London and South East Region Line Nicknames

Bedpan – Line between Bedford and St. Pancras.
Brain Line – Informal name for the railway that used to link the university cities of Oxford and Cambridge, and a pun on the term main line. qv Varsity Line.

ChEnFord – London Overground’s new Cheshunt, Enfield, and Chingford routes out of Liverpool Street.

Clockwork Orange – Glasgow’s circular subway line, third to open in the world, and which features orange coloured trains that are like ¾ scale versions of London tube trains.

Dangleway – Nickname for the Emirates Air Line Cable Car line.

Discreet Line – District Line nickname, as in the train is never there when you need it.

Drain, the – The Waterloo & City railway/Tube line, so called for its’ narrow, crowded, and oft fetid commuting environment.

GOBLIN – Gospel Oak to Barking LINe.

Harlequin Line – Short lived Network SouthEast name for the Euston-Watford DC line, after a completion for schoolchildren to come up with a name, derived from combinations of Harlesden, Willesden, and Queen‘s Park stations on the route. Alteratively as a portmanteau of HARLEsden and QUeeN’s Park. Abandoned on privatisation. This name begat the Harlequin Centre shopping mall, which is all that remains of the name scheme.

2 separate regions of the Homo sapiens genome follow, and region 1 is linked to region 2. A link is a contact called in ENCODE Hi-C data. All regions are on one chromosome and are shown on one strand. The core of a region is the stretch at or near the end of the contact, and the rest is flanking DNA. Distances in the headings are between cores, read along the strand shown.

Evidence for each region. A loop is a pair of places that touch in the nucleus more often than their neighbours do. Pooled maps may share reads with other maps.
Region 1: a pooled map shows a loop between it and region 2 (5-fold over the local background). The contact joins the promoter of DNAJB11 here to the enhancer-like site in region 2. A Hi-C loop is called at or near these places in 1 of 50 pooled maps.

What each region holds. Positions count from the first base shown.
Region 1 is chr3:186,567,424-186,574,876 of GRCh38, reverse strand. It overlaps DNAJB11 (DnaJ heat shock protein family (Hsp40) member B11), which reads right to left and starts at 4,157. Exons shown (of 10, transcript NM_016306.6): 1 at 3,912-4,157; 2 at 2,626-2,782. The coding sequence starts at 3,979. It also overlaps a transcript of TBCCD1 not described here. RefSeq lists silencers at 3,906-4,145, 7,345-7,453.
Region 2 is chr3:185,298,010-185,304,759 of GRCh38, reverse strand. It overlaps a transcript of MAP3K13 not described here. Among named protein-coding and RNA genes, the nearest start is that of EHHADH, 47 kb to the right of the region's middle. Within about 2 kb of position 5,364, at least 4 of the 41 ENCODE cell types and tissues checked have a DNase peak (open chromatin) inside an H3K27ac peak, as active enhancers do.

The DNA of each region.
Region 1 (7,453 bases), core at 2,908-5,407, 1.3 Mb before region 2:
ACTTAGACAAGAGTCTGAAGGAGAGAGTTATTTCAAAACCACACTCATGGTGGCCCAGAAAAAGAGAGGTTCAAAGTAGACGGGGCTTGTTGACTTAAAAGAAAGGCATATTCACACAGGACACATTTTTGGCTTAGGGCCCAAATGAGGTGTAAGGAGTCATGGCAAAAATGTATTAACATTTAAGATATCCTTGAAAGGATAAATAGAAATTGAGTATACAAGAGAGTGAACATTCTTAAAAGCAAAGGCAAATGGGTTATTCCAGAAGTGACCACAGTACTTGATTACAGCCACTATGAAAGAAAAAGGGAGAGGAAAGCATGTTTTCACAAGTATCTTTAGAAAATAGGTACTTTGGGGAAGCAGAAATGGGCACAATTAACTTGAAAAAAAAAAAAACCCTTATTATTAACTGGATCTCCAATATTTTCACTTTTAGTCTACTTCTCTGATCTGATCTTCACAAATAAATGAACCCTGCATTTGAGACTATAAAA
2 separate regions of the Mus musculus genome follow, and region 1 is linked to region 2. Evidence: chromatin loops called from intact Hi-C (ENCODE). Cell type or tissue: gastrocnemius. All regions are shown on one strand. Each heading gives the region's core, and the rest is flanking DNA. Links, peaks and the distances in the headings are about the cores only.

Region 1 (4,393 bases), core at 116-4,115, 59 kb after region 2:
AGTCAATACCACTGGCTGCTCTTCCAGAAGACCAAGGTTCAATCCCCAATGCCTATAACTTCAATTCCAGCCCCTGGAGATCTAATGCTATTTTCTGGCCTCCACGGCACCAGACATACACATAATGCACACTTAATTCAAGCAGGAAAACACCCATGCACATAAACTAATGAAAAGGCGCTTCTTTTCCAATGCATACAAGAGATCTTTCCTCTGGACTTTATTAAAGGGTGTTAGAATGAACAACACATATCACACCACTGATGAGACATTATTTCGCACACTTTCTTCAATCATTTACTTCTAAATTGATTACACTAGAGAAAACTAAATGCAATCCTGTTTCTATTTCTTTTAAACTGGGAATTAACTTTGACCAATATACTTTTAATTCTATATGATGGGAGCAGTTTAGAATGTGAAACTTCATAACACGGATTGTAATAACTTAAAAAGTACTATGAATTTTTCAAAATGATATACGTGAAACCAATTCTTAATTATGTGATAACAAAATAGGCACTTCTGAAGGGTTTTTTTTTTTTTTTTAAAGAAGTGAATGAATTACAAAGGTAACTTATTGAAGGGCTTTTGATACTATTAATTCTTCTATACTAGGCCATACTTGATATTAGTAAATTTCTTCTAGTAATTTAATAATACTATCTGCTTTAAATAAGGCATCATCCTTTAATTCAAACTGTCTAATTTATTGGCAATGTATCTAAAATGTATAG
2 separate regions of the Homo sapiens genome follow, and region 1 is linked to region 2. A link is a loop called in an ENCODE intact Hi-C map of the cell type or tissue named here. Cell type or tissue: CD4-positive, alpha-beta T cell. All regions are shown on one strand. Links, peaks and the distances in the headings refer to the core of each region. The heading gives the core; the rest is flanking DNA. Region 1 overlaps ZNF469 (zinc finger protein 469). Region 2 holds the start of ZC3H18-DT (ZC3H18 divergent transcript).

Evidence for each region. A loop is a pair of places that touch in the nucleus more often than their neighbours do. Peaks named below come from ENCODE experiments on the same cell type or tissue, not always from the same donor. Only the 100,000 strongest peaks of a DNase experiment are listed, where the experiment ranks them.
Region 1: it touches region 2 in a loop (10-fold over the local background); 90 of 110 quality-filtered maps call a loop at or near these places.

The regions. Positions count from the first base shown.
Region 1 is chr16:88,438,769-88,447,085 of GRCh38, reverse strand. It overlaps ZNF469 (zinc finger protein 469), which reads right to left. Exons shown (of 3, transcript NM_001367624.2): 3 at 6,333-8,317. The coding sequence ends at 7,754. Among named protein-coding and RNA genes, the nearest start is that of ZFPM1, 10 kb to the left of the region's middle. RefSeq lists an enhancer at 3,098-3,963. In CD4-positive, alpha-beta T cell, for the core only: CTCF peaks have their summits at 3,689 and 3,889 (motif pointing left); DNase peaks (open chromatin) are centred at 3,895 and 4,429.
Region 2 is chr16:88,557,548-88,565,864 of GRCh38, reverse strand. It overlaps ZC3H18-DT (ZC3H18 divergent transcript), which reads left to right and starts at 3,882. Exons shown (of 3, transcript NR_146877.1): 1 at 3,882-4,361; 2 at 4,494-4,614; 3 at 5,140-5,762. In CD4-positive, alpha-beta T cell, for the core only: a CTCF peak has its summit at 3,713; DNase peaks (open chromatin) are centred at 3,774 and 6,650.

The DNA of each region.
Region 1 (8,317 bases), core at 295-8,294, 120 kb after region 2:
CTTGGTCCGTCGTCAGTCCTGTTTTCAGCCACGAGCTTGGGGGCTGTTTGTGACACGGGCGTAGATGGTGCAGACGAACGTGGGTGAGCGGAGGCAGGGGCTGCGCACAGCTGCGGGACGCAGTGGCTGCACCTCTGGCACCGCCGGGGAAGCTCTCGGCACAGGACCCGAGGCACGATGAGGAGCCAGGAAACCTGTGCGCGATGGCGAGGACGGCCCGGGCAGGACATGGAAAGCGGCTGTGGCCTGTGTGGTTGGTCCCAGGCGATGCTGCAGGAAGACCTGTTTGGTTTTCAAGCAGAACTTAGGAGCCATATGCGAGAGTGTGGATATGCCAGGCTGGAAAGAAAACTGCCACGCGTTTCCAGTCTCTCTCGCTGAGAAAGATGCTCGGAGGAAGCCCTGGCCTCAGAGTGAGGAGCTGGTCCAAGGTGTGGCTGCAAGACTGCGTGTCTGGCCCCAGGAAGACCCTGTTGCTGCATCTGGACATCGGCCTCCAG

Heineken Line – A hypothetical tube line that would fill in network holes in central London, with its name taken from the 1970s advertising campaign: ‘Heineken refreshes the parts other beers cannot reach’.

Marlow Donkey – Train shuttle between Marlow, Bourne End and Maidenhead.

Marshlink – Railway line linking Ashford with Hastings in Kent through the marshes. Recommended for closure by Dr Beeching in 1963, the route survived various other closure attempts as well. See

Misery Line – Northern Line, for being overcrowded and prone to unreliability, part of which is due to its long history, old infrastructure, heavy ridership, and decades of neglect.

Morgan Line – Hypothetical tube line. See LR article “What if: The Morgan Line”. *** paste in URL

Mudropolitan – original Metropolitan Line nickname, for the muddy fields at the north-west railheads before houses were built.

Push & Pull – Nickname of the short Rominster rail shuttle when it was still steam driven.

Regatta Line – Nickname of Henley-On-Thames branch.

Surrey-in-a-Hurry – Heathrow Terminal Five already has space for two Surrey-in-a-Hurry platforms for a rail connexion to the south of the airport.

Varsity Line – informal name for the railway route that used to link the university cities of Oxford and Cambridge. See also “Brain Line”.

Viking Line – A 1950’s name suggestion for the Victoria Line, being the portmanteau of Victoria and King’s Cross, the line’s 2 major central London stations. Post-war planning had called this Tube line C.

Wimbleware – Wimbledon to Edgware section of the District line. Oft mused to split off from the District as a separate line, but this is greatly complicated by the interlining with other District Line branch operations.

Transport for London’s Lineage